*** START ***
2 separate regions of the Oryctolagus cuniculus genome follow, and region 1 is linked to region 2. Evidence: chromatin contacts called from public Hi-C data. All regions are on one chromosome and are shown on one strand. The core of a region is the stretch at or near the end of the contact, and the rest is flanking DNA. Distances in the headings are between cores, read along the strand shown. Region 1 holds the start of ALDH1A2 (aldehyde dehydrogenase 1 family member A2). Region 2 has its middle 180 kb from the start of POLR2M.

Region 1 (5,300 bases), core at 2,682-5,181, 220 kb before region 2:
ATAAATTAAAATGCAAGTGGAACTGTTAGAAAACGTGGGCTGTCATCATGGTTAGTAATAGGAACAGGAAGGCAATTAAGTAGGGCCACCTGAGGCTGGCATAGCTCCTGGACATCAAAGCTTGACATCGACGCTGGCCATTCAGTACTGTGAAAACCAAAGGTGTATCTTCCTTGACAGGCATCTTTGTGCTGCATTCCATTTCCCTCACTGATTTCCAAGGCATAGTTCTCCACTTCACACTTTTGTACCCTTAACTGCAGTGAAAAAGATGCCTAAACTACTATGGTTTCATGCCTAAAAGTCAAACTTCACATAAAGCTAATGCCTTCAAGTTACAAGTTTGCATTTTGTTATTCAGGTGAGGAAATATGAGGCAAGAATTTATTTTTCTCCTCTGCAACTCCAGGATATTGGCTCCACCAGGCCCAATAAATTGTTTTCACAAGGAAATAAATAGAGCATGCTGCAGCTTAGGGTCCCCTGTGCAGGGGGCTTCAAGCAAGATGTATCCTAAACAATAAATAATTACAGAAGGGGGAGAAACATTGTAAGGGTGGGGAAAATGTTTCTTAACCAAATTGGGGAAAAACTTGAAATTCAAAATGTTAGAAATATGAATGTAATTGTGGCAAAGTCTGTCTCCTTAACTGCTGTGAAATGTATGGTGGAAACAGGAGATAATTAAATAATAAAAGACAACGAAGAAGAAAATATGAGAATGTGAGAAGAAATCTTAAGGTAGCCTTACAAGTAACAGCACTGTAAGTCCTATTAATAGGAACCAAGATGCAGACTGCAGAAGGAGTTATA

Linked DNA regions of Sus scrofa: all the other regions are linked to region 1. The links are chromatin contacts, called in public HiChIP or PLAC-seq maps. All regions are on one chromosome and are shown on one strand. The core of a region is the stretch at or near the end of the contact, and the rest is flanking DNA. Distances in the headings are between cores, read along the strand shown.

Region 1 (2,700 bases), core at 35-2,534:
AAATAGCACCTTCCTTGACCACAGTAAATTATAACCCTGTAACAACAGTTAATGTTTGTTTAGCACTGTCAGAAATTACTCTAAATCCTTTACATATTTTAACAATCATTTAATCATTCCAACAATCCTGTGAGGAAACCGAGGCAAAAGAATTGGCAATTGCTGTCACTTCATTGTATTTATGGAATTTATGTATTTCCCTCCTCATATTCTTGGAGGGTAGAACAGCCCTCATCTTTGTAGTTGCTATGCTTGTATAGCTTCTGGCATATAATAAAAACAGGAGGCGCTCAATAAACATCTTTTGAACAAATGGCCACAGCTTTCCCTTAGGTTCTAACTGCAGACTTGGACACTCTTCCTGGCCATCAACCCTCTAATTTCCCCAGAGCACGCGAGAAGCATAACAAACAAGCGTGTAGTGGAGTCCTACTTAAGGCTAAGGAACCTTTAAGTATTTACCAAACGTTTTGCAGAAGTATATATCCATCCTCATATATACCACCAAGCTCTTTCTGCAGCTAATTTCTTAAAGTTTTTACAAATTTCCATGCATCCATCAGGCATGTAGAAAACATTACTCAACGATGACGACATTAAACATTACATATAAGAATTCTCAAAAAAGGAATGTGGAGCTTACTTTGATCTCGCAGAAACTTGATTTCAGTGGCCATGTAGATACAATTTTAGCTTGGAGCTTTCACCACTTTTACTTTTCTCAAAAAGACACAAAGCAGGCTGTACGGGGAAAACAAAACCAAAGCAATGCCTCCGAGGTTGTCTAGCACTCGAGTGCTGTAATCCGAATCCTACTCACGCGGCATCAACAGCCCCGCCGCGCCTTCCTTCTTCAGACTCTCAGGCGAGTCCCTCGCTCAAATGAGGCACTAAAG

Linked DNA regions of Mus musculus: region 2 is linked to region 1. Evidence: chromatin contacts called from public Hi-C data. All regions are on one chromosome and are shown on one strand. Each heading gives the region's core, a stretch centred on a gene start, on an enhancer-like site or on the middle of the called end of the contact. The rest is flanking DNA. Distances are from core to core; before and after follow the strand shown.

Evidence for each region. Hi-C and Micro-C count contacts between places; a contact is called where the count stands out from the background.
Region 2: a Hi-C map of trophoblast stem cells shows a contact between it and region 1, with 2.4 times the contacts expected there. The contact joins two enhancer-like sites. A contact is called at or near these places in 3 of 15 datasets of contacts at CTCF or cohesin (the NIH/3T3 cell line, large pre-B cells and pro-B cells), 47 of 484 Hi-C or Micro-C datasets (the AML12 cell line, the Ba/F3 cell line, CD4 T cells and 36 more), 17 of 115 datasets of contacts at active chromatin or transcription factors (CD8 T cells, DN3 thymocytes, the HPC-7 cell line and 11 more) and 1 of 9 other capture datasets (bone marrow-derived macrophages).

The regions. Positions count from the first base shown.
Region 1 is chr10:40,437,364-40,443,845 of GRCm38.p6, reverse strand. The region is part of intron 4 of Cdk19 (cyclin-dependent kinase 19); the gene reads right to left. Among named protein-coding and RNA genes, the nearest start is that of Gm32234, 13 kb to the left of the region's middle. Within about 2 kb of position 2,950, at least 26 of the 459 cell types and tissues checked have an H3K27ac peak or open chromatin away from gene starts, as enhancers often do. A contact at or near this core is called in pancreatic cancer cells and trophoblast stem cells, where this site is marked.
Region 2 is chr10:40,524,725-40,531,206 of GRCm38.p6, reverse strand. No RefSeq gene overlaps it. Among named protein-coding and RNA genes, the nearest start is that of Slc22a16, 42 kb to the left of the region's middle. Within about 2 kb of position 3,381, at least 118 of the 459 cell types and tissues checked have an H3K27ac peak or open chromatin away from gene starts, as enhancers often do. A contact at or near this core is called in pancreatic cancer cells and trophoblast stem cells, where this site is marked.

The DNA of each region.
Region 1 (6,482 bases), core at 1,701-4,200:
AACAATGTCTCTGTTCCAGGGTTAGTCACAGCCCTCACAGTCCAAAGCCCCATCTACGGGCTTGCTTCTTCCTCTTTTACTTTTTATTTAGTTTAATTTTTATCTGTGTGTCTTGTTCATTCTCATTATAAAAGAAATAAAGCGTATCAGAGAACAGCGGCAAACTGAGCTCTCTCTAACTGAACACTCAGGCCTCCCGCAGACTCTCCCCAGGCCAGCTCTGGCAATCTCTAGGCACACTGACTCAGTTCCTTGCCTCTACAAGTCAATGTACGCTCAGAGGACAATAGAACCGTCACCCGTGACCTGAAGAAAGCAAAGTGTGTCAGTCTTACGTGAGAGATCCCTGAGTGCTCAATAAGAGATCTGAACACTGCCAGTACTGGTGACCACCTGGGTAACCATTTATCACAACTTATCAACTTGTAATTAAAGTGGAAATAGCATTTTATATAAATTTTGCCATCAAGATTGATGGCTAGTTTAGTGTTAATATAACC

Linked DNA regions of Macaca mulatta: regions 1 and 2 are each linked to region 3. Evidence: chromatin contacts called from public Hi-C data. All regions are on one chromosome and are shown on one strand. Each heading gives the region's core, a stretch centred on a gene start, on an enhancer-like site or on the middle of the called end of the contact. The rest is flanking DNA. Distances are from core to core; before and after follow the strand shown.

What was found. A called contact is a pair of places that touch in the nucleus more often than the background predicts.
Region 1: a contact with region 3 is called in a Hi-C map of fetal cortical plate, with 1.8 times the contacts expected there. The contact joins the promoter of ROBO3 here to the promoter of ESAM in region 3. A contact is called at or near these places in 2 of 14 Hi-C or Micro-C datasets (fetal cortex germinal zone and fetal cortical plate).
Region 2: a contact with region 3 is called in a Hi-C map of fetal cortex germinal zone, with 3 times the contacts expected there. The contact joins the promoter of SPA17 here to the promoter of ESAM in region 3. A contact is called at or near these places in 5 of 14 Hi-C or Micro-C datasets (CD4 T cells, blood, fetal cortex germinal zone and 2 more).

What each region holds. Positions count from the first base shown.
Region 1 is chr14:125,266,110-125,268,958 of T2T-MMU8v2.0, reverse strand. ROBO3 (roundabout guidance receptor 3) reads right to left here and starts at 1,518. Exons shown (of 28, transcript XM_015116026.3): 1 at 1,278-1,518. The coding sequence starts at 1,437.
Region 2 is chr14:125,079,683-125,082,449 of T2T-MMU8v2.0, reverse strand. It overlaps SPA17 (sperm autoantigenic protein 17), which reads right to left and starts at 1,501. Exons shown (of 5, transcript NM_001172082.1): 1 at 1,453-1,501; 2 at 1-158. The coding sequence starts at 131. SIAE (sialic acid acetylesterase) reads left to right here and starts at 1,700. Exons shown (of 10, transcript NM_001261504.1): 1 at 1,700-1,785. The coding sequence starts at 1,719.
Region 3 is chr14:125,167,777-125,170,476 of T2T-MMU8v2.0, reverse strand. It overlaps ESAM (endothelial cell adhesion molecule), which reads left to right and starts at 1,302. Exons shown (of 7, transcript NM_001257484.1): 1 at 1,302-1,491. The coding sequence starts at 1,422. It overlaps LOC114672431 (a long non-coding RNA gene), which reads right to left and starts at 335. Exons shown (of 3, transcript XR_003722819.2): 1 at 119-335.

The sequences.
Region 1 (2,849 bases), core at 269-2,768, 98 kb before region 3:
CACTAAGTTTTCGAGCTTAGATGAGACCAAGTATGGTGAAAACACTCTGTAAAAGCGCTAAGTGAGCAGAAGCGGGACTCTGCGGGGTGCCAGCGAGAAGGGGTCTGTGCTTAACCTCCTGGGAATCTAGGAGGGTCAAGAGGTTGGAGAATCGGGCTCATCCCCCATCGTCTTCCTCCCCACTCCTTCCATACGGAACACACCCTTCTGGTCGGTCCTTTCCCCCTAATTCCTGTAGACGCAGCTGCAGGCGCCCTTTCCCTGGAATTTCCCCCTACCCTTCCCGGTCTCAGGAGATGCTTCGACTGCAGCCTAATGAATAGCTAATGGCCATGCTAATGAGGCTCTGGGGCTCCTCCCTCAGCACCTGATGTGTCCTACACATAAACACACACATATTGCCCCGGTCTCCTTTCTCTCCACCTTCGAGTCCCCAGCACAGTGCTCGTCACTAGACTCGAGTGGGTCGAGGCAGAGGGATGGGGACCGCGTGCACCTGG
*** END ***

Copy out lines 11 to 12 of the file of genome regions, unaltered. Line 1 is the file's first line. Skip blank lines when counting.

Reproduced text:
Region 1 is chr10:40,437,364-40,443,845 of GRCm38.p6, reverse strand. The region is part of intron 4 of Cdk19 (cyclin-dependent kinase 19); the gene reads right to left. Among named protein-coding and RNA genes, the nearest start is that of Gm32234, 13 kb to the left of the region's middle. Within about 2 kb of position 2,950, at least 26 of the 459 cell types and tissues checked have an H3K27ac peak or open chromatin away from gene starts, as enhancers often do. A contact at or near this core is called in pancreatic cancer cells and trophoblast stem cells, where this site is marked.
Region 2 is chr10:40,524,725-40,531,206 of GRCm38.p6, reverse strand. No RefSeq gene overlaps it. Among named protein-coding and RNA genes, the nearest start is that of Slc22a16, 42 kb to the left of the region's middle. Within about 2 kb of position 3,381, at least 118 of the 459 cell types and tissues checked have an H3K27ac peak or open chromatin away from gene starts, as enhancers often do. A contact at or near this core is called in pancreatic cancer cells and trophoblast stem cells, where this site is marked.